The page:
I almost always start digital and real work with literal blued lines or mental subdivisions (after so much practice and positive feedback I have a hard time not doing the subdivision) . This is an example for this project. This is a screen shot showing the program interface and my screen.
From there I start to layout the detail lines. I am not using the proportional system to this level of detail, but I am looking at it while zoomed to to make sure the spaces feel right. The blue lines will eventually be turned off. I sketch in this way until I am ready to commit.
From there I create a new layer and start to lay down the black. I set the line weight to have a heavier start and stop. I also draw with this method using regular pens and pencils. I do this because it is how I draw anyway and also to knock out the over consistency that I am not crazy about in digital art. (unless that is the embraced style and the artist owns it, but too often it looks to artificial for me). Note that the blue lines are still turned on.
On the left you can see my layers of blue lines, pencil, shading and back ground. In this step I am starting to lay in the shading. Note that after printing it large I wish I had left the shading at this point. I still love the image but think this is was more powerful. Just like water color, it is easy to go a few steps too far. Unlike water color I could go back into the program and fix this (but I would still need to repay to reprint, but not to repost :) )
Without the screen shot of the program and process this is the semi shaded progress shot. I took progress shots because (I love progress shots and ) I thought it might be fun to teach this someday.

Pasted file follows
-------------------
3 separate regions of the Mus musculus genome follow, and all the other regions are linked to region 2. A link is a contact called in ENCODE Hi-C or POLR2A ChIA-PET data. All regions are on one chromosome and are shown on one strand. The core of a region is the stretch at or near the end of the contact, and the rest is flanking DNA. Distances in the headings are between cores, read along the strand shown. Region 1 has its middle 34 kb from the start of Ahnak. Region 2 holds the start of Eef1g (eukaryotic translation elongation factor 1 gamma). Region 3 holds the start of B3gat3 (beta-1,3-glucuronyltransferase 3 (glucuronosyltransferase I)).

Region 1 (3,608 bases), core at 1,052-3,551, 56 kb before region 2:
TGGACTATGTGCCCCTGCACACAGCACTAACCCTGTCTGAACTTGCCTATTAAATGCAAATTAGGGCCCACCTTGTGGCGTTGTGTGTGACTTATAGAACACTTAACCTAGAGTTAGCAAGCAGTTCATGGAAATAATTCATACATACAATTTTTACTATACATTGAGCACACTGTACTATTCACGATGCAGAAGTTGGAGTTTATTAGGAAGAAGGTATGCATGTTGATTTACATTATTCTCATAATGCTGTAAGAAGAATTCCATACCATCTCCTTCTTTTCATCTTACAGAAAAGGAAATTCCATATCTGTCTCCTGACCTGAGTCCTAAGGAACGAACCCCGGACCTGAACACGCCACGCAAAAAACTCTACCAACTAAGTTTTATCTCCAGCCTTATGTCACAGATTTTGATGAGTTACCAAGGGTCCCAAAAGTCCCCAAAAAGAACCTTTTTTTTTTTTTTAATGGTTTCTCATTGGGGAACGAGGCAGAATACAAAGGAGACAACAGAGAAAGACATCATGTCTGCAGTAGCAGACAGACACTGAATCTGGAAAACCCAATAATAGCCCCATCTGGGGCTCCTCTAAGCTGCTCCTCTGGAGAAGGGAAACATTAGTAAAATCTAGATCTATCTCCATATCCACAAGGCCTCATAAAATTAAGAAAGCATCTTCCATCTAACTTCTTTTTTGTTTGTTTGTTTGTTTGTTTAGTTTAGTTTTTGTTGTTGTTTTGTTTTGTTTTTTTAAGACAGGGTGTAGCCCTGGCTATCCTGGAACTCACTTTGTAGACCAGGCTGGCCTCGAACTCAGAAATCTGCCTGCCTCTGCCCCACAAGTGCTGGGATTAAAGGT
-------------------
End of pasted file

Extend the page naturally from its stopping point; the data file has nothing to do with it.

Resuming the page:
Final Shading with the proportional lines layer still on.
From here I started playing with a the gradients I might use. You have a lot of options and I thought a radial gradient at the point of the pencil would be a great start. Note that since this is on a separate layer I can play with a lot of options and not commit. However I wanted to set the background so I could decide on the tonality of the rest of the shading.
This shot is before any color is added and I have started to shade the body of the pencil. There are a lot of brushes and pencil options. Straight line, as if with a ruler and free hand as well. Also fuzzy painterly effects and crosshatching too. You can control all of this, or just use the defaults which are typically all you need. There are a ton of customizing options and you can go as far down that rabbit hole as you care to go. As long as you don't get lost and keep an eye on the big picture it is ok. If you are the type person who can't, just leave the options alone and use the great default options with minimal tweaking. I try to emphasize this in my class, but some people just have the push the buttons if they are there! (You do learn a lot that way, but sometimes the hard way)
I have worked primarily in black and white to this point, but have decided the background could use some color. I use the same gradient, but a blue that I love and that will let the pencil stay "forward"
I debated about this last move of the smoke a lot. I wanted the piece to have some meaning beyond the literal. I also thought it looked a ton like a smokestack once I put the blue in. So I saved it both ways and over time have come to love the smokestack industrial pencil. Smoke is simply a pencil tool using white and really ramping up the "jitter" command available for that tool.
THE FINAL PIECE AS HUNG IN THE GALLERY
When you are drawing on the back lit iPad screen you can draw in the dark while (sort of ) watching TV with the rest of your family. This is so mobile with no clean up I have also done art on planes, in bars while traveling alone, anywhere. All of the art supplies are free as long as you have the $500 piece of paper (the iPad itself - drumroll please)
I really hope you enjoyed this and maybe learned something. I did this sketch over a year ago and it was really nice to revisit it.
James Nutt, AIA